“He’s mine, I reckon,” Skinny retorted, “an’ I figure it’s nobody’s darn’ business how I ride him—anyhow I brought Old Heck a telegram!” he added triumphantly.
“Blamed if he didn’t!” Charley Saunders, with a trifle of awe, pretended or real, in his tone, said. “It sure is!”
“My Gawd!” Old Heck repeated, slowly turning the envelope over in his hand, “it’s a telegram! Wonder what it’s about?”
“Why don’t you open it and see?” Parker suggested.
“Yes, open th’ blamed thing and find out,” Skinny encouraged.
“I—I’ve a notion to,” Old Heck whispered.
“Go on and do it, it won’t take but a minute,” Charley Saunders entreated.
“Maybe he’s one of these mind-readers and can read it through the envelope,” Bert Lilly volunteered.
“Aw, shut up and give him a chance!”
Trembling, Old Heck tore open the envelope and silently read the message.
“My Gawd!” he groaned again. “The worst has come to the worst!”
“That ought to make it middlin’ bad,” Charley remarked soberly.
“Ought to,” Bert added sententiously.
Parker crowded forward on sympathy bent.
“Tell us what’s in it,” he said; “if it’s sorrowful we’ll be plumb glad to condole!”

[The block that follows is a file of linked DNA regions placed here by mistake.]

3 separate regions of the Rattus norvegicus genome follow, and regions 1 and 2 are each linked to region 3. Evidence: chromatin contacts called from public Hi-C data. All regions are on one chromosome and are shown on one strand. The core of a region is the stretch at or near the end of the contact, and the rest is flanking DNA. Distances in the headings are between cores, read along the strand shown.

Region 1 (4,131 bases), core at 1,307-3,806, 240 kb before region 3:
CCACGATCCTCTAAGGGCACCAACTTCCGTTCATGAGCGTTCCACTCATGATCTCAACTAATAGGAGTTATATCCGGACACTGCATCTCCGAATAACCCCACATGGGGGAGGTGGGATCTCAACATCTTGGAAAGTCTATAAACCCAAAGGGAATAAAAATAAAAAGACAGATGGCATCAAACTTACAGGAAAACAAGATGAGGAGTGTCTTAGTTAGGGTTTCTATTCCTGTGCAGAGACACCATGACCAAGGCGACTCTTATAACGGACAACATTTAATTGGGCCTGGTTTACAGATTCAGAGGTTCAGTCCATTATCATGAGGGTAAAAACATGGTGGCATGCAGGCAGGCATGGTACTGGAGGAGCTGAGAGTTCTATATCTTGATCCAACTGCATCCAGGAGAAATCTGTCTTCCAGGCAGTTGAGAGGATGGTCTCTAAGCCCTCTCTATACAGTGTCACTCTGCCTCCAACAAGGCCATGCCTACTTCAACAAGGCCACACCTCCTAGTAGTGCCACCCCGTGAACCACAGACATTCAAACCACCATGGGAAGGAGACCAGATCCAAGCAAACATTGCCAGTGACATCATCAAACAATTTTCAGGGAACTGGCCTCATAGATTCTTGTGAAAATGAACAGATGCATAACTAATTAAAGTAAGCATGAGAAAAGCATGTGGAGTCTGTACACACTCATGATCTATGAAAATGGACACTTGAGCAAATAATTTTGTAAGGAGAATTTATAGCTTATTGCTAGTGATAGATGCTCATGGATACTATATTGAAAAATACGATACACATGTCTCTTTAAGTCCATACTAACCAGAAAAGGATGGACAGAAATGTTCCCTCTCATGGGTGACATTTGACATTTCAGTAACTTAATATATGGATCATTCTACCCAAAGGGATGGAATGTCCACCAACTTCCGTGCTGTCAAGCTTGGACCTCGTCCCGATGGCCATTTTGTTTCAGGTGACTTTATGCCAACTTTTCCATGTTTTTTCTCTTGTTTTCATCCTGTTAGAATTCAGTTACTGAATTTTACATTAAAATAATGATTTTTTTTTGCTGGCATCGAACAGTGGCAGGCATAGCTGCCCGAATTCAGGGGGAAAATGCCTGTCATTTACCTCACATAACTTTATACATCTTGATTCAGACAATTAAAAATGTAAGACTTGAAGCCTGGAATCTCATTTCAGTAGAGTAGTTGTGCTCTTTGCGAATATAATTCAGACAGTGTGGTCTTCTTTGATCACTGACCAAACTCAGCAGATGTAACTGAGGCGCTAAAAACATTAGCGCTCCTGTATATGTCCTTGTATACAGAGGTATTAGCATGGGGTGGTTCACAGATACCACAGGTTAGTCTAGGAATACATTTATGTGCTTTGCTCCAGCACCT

“It’s worse than sorrowful—”
“Melancholical?” Skinny inquired.
“My Gawd!” Old Heck said again, his weatherworn features working convulsively, “it’s more than a mortal man can endure and stand!”
“Bet somebody’s dead!” Bert whispered to the Ramblin’ Kid.
“Probably. Most everybody gets to be sooner or later,” was the answer without emotion.
Sing Pete, Chinese cook for the outfit, dish-rag over his shoulder, edged out of the kitchen door and shuffled around to the group. Glimpsing the yellow slip of paper held in the shaking hand of Old Heck and the awed interest of the cowboys gathered about the boss, he queried:
“Teleglam? Maybe alle samee somebody sickee?” he continued, cheerfully confident that questions enough would ultimately bring a reply. He was rewarded:
“What do you know about ‘teleglams’? You slant-eyed burner of beef-steaks!”
“Who’s it from?” Charley asked. “Anybody we know—”
“My Gawd,” Old Heck mourned once more, “she’s comin’!”
“Who’s she?” Parker coaxed.
“A female,” Old Heck replied, “she’s a female!”
“The darned old cuss has had a wife sometime and run off from her and deserted her and she’s pursuing him and trailing him down to earth!” Chuck Slithers, doubting Thomas of the outfit and student of Sherlock Holmes, cunningly suggested. “I always imagined he was a varmint with a past—a’ ex-heart breaker of innocent women or a train-robber or—”
“Aw, hell,” the Ramblin’ Kid rebuked, “him have a wife? Don’t insult th’ female population!”